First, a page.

Despite promising start and excellent cast, Dead Man’s Cell Phone gets disconnected in second act

<strong>Jean (Alina Phelan) has the phone of recently departed Gordon (Trent Dawson) in ICT’s current production of  <em>Dead Man’s Cellphone.</em></strong>
Vicki Paris Goodman
Culture Writer

With her curious dark comedy Dead Man’s Cell Phone, playwright Sarah Ruhl begins with a premise that is promising enough. Also promising is the excellent casting of the five actors who comprise International City Theatre’s roster for the production.
In Dead Man’s Cell Phone, a young woman, Jean (Alina Phelan), sits alone at a table in a neighborhood café. A nearby table is occupied by a young man, Gordon (Trent Dawson), whose cell phone rings incessantly as it goes unanswered. Becoming mildly annoyed, Jean approaches Gordon to ask him if he intends to answer his phone. After a few moments in which she receives no response, Jean realizes that Gordon is dead.
The remainder of the first act has Jean involving herself with Gordon’s loved ones as she fancies herself the custodian of his rather active cell phone. In answering the frequent incoming calls, she is drawn into meetings with Gordon’s emotionally abandoned wife (Susan Diol), his sultry mistress (Heather Roberts), his prickly mother (Eileen T’Kaye), and his mousy brother (a role also played by Dawson), all of whom desire some sort of consolation or completion from the only person who was with Gordon when he died.
Causing great irritation to the manipulation-averse among us, Jean makes up a plethora of lies describing everything from her non-existent professional relationship with Gordon, whom of course she has never met, to the final words he spoke about each of the loved ones, in an apparent effort to comfort them.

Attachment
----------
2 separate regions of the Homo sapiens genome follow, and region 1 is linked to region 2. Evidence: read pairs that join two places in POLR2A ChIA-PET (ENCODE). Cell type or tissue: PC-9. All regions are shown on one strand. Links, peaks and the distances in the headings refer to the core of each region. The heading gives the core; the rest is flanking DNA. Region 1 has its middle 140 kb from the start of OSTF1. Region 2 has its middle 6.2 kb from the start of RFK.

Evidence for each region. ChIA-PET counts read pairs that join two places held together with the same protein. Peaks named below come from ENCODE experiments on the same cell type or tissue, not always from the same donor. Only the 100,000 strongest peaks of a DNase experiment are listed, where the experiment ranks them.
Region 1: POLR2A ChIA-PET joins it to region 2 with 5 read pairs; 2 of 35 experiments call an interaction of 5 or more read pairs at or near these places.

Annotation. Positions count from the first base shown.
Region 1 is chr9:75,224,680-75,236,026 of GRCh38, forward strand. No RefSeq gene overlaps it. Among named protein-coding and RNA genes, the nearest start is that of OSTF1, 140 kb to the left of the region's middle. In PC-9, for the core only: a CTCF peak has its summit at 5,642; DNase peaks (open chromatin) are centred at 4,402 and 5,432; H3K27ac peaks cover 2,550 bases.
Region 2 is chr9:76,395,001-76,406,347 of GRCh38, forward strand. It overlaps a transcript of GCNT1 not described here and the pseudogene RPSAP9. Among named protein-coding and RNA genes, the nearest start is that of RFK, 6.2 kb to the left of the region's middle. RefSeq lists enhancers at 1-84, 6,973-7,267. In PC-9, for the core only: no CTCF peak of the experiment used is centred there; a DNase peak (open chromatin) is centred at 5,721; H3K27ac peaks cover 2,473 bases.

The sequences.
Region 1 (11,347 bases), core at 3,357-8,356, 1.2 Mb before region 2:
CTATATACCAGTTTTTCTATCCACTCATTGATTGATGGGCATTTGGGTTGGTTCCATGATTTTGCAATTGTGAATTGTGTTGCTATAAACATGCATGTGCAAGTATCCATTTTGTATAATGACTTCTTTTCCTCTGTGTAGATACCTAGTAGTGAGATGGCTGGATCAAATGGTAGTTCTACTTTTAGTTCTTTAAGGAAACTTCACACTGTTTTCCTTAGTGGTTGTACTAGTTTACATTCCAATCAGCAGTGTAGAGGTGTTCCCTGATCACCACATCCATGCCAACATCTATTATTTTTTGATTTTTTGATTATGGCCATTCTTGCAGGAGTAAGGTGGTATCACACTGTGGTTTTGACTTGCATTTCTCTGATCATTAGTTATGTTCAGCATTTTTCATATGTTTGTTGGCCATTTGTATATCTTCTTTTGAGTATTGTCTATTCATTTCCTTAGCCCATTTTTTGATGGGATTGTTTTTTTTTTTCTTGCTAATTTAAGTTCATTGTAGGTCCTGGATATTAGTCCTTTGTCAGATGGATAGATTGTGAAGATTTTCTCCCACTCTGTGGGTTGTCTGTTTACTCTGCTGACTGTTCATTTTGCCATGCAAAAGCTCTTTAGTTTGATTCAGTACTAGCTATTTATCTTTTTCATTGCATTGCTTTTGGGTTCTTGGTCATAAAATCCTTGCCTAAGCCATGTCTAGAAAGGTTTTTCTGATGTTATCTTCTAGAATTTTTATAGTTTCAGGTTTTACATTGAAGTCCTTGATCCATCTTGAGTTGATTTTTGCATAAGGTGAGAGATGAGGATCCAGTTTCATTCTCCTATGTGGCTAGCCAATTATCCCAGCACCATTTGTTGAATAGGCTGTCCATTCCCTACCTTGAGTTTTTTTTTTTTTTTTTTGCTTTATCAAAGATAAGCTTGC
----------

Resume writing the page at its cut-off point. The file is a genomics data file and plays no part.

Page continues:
Intermission arrives, and it’s pretty much so far so good, primarily because Phelan’s Jean is such a remarkably likable character.
Act II begins with the play’s most entertaining scene. Gordon, occupying some sort of purgatory on his way to the underworld, treats us to more than a glimpse of his colorful life as a doted-on son, an accomplished black-market peddler of human organs, and a generally licentious wheeler-dealer.
Ruhl’s dialogue really takes off here with Dawson’s thoroughly amusing and outrageously protracted description of his final meal, in which he’d settled for lentil soup just as the café had sold its last bowl of the lobster bisque he’d craved.
Unfortunately, Ruhl’s script takes a wrong turn at this point, entering the theater of the absurd, never to find its way back again. A story that should have continued in its exploration into the depths of psychological wonder and possibility, instead tumbles pell mell into a cartoonish world of utter nonsense.
Jean’s considerable naïveté notwithstanding, events that follow are simply not to be believed. A call to Gordon’s phone has her flying off to South Africa and a deadly attempt to close one of Gordon’s organ deals? Really?! And once she meets her maker, she and Gordon engage in their first conversation, which bears on superficialities rather than substance.
It is all staged on a peculiar set consisting of nothing more than a backdrop of narrow black and white panels depicting architectural photos. Jazzy music, though interesting, also seems to bear no connection to the play’s action.
In the end, Ruhl squanders the opportunity she purposefully created. Where an in-depth study of human motivations should have evolved, instead we wound up dissatisfied recipients of meaningless drivel. A shame.
Richard Israel directs the capable cast, which might have spent the evening better occupied.
Dead Man’s Cell Phone continues at International City Theatre through June 30. Tickets are $45 for Friday and Saturday evening performances and for Sunday matinees; $38 for Thursday evening performances. Evening performances are at 8pm; Sunday matinees are at 2pm. ICT is located in the Long Beach Performing Arts Center at 300 East Ocean Blvd. Call (562) 436-4610 for reservations and information. Tickets are also available online at InternationalCityTheatre.com .

Culture

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